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Publication numberUS4634902 A
Publication typeGrant
Application numberUS 06/552,518
Publication dateJan 6, 1987
Filing dateNov 16, 1983
Priority dateNov 17, 1982
Fee statusPaid
Also published asDE3341593A1, DE3341593C2
Publication number06552518, 552518, US 4634902 A, US 4634902A, US-A-4634902, US4634902 A, US4634902A
InventorsKouichi Tanaka, Takeshi Kuwajima, Kiyoshi Amazawa
Original AssigneeClarion Co., Ltd.
Export CitationBiBTeX, EndNote, RefMan
External Links: USPTO, USPTO Assignment, Espacenet
Circuit arrangement capable of adjusting a threshold level of a differential transistor circuit
US 4634902 A
Abstract
In a circuit arrangement comprising a differential transistor circuit which has a threshold level and is operable in response to an input signal level and a reference signal level for producing an output signal, a resistor circuit is provided for changing the reference level. The resistor circuit comprises a resistor (30) for supplying the differential transistor circuit with the reference level and a modifying circuit coupled to the resistor for modifying the reference level by changing a current flowing through the resistor. Consequently, the threshold level can be voluntarily adjusted.
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Claims(11)
What is claimed is:
1. A circuit arrangement comprising a differential amplifier having first and second input terminals, input signal supplying means for supplying said first input terminal with an input signal;
a first current circuit having a first reference current terminal and first and second current terminals for producing a first reference current and first and second current through said first reference terminal and said first and second current terminals, respectively, each of said first and second currents being related to said first reference current;
a second current circuit having a third current terminal and a second current reference terminal connected to said second current terminal for causing a third current and said second current to flow through said third current terminal and said second current reference terminal, respectively, said third current being dependent on said second current and substantially equal to said first current;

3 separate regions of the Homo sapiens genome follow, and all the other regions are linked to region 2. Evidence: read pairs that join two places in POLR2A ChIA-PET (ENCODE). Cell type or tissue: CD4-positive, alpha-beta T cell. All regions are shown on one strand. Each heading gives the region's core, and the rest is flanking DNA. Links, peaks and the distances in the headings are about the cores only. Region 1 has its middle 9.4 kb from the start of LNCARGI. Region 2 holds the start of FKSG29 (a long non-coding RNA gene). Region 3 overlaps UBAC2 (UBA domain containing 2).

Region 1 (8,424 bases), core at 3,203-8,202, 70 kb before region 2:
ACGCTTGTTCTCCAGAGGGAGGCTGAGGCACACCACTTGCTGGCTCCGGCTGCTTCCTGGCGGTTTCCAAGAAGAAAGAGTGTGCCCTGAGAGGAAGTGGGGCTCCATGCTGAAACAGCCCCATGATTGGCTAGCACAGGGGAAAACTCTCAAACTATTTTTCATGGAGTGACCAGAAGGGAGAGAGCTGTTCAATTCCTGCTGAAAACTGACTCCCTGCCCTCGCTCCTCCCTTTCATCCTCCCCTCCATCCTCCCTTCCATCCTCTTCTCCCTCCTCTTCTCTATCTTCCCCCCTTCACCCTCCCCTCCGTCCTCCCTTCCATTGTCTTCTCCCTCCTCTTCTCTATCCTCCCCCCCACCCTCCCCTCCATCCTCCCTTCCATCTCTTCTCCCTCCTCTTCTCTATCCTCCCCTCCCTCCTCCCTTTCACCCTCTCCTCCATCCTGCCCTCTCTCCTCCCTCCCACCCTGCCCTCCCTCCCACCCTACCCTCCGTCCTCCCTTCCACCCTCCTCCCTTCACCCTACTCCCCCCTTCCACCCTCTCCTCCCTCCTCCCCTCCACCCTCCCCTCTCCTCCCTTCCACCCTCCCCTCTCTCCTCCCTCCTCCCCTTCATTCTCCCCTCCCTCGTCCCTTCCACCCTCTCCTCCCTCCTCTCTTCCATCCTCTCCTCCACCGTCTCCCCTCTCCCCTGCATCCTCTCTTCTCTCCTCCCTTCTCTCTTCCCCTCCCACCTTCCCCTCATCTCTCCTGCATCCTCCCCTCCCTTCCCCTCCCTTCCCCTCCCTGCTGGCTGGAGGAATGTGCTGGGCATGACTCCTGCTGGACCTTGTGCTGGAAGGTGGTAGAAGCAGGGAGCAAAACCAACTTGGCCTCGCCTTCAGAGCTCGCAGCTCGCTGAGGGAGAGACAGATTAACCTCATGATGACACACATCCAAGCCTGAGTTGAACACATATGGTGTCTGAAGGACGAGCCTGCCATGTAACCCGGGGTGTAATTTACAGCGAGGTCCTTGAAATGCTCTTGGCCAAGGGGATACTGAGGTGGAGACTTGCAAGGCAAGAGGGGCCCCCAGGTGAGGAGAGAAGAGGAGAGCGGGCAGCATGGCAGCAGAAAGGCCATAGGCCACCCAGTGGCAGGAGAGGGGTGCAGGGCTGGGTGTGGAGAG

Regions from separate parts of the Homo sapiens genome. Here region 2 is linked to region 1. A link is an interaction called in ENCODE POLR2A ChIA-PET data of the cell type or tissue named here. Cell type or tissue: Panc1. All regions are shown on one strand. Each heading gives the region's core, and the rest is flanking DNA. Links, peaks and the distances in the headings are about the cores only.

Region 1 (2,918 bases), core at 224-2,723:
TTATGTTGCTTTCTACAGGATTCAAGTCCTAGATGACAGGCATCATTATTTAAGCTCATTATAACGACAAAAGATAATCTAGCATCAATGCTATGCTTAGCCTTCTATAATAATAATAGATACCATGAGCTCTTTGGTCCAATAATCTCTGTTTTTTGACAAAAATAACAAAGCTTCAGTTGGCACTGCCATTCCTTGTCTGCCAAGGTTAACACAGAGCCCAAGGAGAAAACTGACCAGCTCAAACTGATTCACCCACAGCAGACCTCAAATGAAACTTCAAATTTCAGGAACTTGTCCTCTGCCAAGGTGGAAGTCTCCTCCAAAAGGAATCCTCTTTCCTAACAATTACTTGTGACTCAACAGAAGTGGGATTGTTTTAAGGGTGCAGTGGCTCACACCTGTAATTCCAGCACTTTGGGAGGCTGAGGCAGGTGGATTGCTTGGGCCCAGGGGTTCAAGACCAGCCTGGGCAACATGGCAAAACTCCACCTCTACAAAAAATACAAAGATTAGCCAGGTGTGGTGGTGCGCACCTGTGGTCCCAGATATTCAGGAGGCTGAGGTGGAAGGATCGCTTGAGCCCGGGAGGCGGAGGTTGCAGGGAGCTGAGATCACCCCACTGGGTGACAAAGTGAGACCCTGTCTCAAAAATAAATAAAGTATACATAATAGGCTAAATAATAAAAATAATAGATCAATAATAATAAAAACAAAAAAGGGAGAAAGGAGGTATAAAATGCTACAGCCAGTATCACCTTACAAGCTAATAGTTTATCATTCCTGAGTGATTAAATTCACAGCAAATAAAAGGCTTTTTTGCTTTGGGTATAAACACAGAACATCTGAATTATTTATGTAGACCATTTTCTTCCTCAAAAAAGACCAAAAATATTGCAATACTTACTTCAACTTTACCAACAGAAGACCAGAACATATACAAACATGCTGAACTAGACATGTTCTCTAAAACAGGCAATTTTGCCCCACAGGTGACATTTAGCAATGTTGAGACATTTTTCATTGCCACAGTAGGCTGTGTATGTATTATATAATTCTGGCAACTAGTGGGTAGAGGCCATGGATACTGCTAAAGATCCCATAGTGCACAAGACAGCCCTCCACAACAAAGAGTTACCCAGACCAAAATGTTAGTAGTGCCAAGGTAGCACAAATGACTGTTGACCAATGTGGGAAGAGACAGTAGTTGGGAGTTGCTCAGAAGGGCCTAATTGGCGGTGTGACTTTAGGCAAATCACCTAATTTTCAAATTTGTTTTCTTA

a resistor connected between said first current terminal and said third current terminal for producing a comparison voltage; and
means for coupling one end of said resistor to said second input terminal of said differential amplifier to supply said comparison voltage to said second input terminal.
2. A circuit arrangement as claimed in claim 1, further comprising:
a reference voltage circuit connected to said input signal supplying means and to the other end of said resistor for keeping said other end at a DC potential that is substantially equal to the DC potential at said first input terminal.
3. A circuit arrangement as claimed in claim 2, further comprising:
a variable resistor connected to said first current reference terminal for varying said first reference current to change said first and said second currents.
4. A circuit arrangement as claimed in claim 1, wherein said first current circuit comprises:
a first transistor having a first emitter, a first base, and a pair of first collectors, said first collectors being connected to said first and second current terminals, respectively; and
a second transistor having a second emitter, a second base connected to said first base, and a second collector which is connected to said first current reference terminal and which is also connected in common to said second base to be operated as a diode;
said first and said second emitters being supplied with a power source voltage.
5. A circuit arrangement as claimed in claim 4, further comprising:
an additional differential amplifier having a first additional input terminal connected to said one end of said resistor, a second additional input terminal supplied with a reference voltage and an output terminal connected to said first emitter; and
activating means coupled to said additional differential amplifier for selectively putting said additional differential amplifier into a non-activated state and an activated state to control said first current produced from said first transistor and, thereby, to change said comparison voltage in said non-activated and said activated state.
6. A circuit arrangement as claimed in claim 5, wherein said activating means activates said additional differential amplifier by supplying an operating current to said additional differential amplifier when an average voltage of said input signal becomes larger than a predetermined value.
7. A circuit arrangement as claimed in claim 6, wherein said activating means includes: